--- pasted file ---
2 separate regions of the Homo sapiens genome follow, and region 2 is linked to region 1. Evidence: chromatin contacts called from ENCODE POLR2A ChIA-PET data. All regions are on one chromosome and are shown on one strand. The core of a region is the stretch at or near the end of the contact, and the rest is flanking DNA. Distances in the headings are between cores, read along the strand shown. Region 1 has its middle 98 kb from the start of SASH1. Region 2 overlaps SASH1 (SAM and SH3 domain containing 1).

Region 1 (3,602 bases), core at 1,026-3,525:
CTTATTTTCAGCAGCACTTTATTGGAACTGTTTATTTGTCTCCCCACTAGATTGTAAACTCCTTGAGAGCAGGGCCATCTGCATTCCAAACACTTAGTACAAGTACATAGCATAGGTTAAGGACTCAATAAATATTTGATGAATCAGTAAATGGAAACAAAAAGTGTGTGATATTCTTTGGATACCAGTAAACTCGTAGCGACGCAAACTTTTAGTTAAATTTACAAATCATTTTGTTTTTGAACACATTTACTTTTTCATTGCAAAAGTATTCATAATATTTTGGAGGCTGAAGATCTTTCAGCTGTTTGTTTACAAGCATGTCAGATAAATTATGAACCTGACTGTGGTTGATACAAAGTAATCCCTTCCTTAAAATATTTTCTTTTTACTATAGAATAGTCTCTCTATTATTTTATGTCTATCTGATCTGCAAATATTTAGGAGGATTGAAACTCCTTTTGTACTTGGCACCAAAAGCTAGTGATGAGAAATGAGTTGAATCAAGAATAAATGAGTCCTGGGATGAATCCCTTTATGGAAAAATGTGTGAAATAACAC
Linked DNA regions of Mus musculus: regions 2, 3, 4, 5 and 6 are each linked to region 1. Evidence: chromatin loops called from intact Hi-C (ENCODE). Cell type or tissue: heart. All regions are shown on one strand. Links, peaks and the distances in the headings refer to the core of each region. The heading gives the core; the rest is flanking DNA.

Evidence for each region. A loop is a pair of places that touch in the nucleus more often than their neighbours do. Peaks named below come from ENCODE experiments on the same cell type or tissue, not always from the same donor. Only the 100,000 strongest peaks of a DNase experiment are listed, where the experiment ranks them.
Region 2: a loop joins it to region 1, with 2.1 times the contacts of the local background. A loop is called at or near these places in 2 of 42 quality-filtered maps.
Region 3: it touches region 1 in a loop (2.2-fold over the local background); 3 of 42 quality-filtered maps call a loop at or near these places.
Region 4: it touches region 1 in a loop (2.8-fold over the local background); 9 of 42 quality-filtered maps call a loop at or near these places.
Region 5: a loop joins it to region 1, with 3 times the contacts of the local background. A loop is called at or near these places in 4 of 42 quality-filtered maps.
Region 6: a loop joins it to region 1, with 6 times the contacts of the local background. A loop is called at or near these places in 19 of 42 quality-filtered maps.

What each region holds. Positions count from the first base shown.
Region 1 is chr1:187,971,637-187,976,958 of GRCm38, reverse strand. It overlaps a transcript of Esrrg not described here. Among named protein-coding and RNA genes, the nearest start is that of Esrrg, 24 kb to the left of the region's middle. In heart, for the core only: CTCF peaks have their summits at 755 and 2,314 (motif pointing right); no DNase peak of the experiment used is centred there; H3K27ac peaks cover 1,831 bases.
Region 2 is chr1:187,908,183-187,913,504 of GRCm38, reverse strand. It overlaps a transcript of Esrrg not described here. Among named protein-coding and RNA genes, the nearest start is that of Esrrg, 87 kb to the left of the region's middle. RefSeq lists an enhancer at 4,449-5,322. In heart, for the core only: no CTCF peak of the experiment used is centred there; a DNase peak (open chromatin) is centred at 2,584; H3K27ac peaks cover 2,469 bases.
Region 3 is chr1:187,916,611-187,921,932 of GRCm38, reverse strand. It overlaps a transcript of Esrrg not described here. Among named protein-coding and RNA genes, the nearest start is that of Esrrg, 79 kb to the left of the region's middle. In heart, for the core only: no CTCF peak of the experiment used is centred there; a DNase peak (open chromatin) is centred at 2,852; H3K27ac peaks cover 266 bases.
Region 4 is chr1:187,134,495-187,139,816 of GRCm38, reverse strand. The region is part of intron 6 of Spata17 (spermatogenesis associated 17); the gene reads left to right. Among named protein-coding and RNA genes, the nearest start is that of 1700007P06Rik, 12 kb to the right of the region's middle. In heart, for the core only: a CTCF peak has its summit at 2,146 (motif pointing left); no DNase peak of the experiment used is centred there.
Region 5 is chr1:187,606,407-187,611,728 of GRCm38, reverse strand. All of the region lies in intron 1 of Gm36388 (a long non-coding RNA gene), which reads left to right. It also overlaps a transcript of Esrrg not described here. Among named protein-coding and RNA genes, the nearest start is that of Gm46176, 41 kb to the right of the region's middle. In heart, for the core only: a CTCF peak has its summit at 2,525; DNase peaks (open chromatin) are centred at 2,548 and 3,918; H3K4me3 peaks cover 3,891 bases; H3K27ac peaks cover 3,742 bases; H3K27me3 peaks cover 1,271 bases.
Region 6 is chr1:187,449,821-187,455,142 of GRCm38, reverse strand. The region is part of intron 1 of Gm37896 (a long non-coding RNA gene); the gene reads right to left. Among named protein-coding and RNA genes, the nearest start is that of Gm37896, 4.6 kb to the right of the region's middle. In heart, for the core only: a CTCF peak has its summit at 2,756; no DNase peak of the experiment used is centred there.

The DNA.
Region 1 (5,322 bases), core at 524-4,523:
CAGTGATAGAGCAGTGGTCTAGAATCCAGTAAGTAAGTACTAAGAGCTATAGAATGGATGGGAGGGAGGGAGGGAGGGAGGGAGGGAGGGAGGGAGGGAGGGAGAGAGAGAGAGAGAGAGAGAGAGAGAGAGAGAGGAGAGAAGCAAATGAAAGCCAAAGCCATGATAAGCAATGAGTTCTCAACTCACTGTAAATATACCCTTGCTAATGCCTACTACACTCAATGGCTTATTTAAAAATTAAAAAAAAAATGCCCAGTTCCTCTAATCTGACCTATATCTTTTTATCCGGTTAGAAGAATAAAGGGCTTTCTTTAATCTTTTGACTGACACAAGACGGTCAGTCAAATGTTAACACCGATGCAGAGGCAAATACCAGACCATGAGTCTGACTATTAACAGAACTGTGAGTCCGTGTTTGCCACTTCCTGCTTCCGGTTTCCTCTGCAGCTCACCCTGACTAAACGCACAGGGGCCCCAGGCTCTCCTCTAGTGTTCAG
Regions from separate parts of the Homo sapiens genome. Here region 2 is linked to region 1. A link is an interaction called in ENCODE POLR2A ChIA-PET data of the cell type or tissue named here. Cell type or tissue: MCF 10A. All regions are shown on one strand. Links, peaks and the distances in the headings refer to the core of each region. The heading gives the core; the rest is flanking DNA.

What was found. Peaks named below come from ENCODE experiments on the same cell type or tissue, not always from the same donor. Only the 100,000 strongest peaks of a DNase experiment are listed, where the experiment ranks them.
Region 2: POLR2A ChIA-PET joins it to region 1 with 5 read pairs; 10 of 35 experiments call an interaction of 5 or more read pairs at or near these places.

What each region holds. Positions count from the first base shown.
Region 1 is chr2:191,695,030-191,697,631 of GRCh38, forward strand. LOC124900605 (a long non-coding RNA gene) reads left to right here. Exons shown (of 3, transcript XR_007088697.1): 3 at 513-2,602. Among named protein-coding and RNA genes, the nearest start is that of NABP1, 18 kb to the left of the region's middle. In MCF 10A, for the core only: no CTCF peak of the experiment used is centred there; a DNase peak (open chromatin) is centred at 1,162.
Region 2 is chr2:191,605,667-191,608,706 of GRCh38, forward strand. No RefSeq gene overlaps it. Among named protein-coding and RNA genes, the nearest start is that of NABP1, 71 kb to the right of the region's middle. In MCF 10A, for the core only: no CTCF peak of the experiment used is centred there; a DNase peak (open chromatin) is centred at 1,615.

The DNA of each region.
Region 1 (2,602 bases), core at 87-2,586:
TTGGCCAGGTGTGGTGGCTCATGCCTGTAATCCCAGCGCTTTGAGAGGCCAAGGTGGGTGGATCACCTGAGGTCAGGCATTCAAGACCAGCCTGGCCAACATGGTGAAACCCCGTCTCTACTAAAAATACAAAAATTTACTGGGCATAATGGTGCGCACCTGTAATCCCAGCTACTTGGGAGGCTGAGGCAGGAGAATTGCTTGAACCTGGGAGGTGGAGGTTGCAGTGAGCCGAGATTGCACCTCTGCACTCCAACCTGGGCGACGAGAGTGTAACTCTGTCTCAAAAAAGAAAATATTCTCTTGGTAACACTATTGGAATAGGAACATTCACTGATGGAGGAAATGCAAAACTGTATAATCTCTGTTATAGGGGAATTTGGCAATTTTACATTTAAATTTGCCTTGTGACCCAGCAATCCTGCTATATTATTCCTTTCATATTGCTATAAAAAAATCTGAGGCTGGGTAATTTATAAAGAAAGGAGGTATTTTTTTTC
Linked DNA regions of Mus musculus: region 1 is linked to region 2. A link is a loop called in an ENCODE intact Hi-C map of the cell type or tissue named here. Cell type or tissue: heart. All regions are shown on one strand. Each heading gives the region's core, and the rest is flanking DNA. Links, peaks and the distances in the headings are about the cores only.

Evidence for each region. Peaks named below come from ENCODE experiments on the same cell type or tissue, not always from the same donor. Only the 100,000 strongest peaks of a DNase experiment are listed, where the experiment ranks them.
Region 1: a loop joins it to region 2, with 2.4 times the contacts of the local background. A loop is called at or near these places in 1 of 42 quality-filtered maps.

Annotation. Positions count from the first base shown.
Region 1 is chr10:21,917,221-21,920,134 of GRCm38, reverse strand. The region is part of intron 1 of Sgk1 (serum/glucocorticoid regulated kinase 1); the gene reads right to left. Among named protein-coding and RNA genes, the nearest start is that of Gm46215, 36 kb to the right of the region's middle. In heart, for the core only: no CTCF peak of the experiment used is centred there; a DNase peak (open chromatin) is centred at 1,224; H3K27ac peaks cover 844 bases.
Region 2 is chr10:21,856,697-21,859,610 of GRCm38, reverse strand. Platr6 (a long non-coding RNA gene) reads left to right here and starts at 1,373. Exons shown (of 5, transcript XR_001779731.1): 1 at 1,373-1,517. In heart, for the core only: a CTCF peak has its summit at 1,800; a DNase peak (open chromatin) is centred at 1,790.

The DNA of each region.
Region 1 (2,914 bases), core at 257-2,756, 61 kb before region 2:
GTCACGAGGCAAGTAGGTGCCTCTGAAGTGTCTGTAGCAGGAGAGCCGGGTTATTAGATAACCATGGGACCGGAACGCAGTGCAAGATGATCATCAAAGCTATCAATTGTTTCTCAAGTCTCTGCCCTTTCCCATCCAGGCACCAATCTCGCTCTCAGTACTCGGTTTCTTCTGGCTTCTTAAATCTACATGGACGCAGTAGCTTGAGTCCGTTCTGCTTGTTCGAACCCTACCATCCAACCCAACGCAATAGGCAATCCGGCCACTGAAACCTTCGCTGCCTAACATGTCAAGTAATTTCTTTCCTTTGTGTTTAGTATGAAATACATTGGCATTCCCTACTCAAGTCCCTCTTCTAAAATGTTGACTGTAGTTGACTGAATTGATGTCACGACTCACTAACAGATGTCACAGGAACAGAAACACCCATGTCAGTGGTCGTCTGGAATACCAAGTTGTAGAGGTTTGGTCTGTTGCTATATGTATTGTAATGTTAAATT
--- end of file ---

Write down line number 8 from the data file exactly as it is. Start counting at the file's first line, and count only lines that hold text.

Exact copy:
Region 4: it touches region 1 in a loop (2.8-fold over the local background); 9 of 42 quality-filtered maps call a loop at or near these places.